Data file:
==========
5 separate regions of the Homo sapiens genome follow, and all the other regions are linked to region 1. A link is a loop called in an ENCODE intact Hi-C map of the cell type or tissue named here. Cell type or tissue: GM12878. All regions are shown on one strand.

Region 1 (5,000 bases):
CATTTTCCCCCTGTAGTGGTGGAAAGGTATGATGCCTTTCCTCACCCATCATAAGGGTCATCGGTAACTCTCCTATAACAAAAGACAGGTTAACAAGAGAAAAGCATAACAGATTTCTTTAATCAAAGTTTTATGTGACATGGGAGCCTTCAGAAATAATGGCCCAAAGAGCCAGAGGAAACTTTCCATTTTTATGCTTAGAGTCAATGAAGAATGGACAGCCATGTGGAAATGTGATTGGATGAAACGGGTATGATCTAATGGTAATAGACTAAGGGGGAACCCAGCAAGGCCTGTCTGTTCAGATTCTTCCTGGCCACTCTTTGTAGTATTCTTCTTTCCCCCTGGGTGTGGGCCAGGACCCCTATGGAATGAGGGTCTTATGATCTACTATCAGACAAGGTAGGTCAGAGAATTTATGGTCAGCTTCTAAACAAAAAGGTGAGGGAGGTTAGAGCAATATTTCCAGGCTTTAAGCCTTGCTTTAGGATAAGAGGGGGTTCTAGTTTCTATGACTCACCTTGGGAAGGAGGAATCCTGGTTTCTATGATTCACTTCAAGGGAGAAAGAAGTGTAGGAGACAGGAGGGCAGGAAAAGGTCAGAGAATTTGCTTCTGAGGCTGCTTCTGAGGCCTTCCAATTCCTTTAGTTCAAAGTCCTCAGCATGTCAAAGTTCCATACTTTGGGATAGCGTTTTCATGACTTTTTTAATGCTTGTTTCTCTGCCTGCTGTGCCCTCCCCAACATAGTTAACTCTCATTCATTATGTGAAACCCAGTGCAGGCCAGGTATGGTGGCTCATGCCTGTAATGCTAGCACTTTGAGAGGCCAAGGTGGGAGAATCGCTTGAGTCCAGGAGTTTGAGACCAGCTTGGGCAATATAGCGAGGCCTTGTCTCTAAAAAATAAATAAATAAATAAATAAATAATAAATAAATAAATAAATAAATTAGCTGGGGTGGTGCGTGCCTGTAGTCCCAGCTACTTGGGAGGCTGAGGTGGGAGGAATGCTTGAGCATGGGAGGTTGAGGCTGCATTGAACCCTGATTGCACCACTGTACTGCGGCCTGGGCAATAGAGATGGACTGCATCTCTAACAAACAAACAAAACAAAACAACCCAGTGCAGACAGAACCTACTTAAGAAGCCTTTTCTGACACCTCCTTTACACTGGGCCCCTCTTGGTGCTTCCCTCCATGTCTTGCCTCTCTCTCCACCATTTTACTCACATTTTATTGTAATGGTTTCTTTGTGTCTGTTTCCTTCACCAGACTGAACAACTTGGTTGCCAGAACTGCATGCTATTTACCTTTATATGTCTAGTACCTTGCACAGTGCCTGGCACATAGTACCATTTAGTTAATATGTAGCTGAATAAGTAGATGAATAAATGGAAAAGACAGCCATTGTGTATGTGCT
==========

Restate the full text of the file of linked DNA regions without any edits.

5 separate regions of the Homo sapiens genome follow, and all the other regions are linked to region 1. A link is a loop called in an ENCODE intact Hi-C map of the cell type or tissue named here. Cell type or tissue: GM12878. All regions are shown on one strand.

Region 1 (5,000 bases):
CATTTTCCCCCTGTAGTGGTGGAAAGGTATGATGCCTTTCCTCACCCATCATAAGGGTCATCGGTAACTCTCCTATAACAAAAGACAGGTTAACAAGAGAAAAGCATAACAGATTTCTTTAATCAAAGTTTTATGTGACATGGGAGCCTTCAGAAATAATGGCCCAAAGAGCCAGAGGAAACTTTCCATTTTTATGCTTAGAGTCAATGAAGAATGGACAGCCATGTGGAAATGTGATTGGATGAAACGGGTATGATCTAATGGTAATAGACTAAGGGGGAACCCAGCAAGGCCTGTCTGTTCAGATTCTTCCTGGCCACTCTTTGTAGTATTCTTCTTTCCCCCTGGGTGTGGGCCAGGACCCCTATGGAATGAGGGTCTTATGATCTACTATCAGACAAGGTAGGTCAGAGAATTTATGGTCAGCTTCTAAACAAAAAGGTGAGGGAGGTTAGAGCAATATTTCCAGGCTTTAAGCCTTGCTTTAGGATAAGAGGGGGTTCTAGTTTCTATGACTCACCTTGGGAAGGAGGAATCCTGGTTTCTATGATTCACTTCAAGGGAGAAAGAAGTGTAGGAGACAGGAGGGCAGGAAAAGGTCAGAGAATTTGCTTCTGAGGCTGCTTCTGAGGCCTTCCAATTCCTTTAGTTCAAAGTCCTCAGCATGTCAAAGTTCCATACTTTGGGATAGCGTTTTCATGACTTTTTTAATGCTTGTTTCTCTGCCTGCTGTGCCCTCCCCAACATAGTTAACTCTCATTCATTATGTGAAACCCAGTGCAGGCCAGGTATGGTGGCTCATGCCTGTAATGCTAGCACTTTGAGAGGCCAAGGTGGGAGAATCGCTTGAGTCCAGGAGTTTGAGACCAGCTTGGGCAATATAGCGAGGCCTTGTCTCTAAAAAATAAATAAATAAATAAATAAATAATAAATAAATAAATAAATAAATTAGCTGGGGTGGTGCGTGCCTGTAGTCCCAGCTACTTGGGAGGCTGAGGTGGGAGGAATGCTTGAGCATGGGAGGTTGAGGCTGCATTGAACCCTGATTGCACCACTGTACTGCGGCCTGGGCAATAGAGATGGACTGCATCTCTAACAAACAAACAAAACAAAACAACCCAGTGCAGACAGAACCTACTTAAGAAGCCTTTTCTGACACCTCCTTTACACTGGGCCCCTCTTGGTGCTTCCCTCCATGTCTTGCCTCTCTCTCCACCATTTTACTCACATTTTATTGTAATGGTTTCTTTGTGTCTGTTTCCTTCACCAGACTGAACAACTTGGTTGCCAGAACTGCATGCTATTTACCTTTATATGTCTAGTACCTTGCACAGTGCCTGGCACATAGTACCATTTAGTTAATATGTAGCTGAATAAGTAGATGAATAAATGGAAAAGACAGCCATTGTGTATGTGCT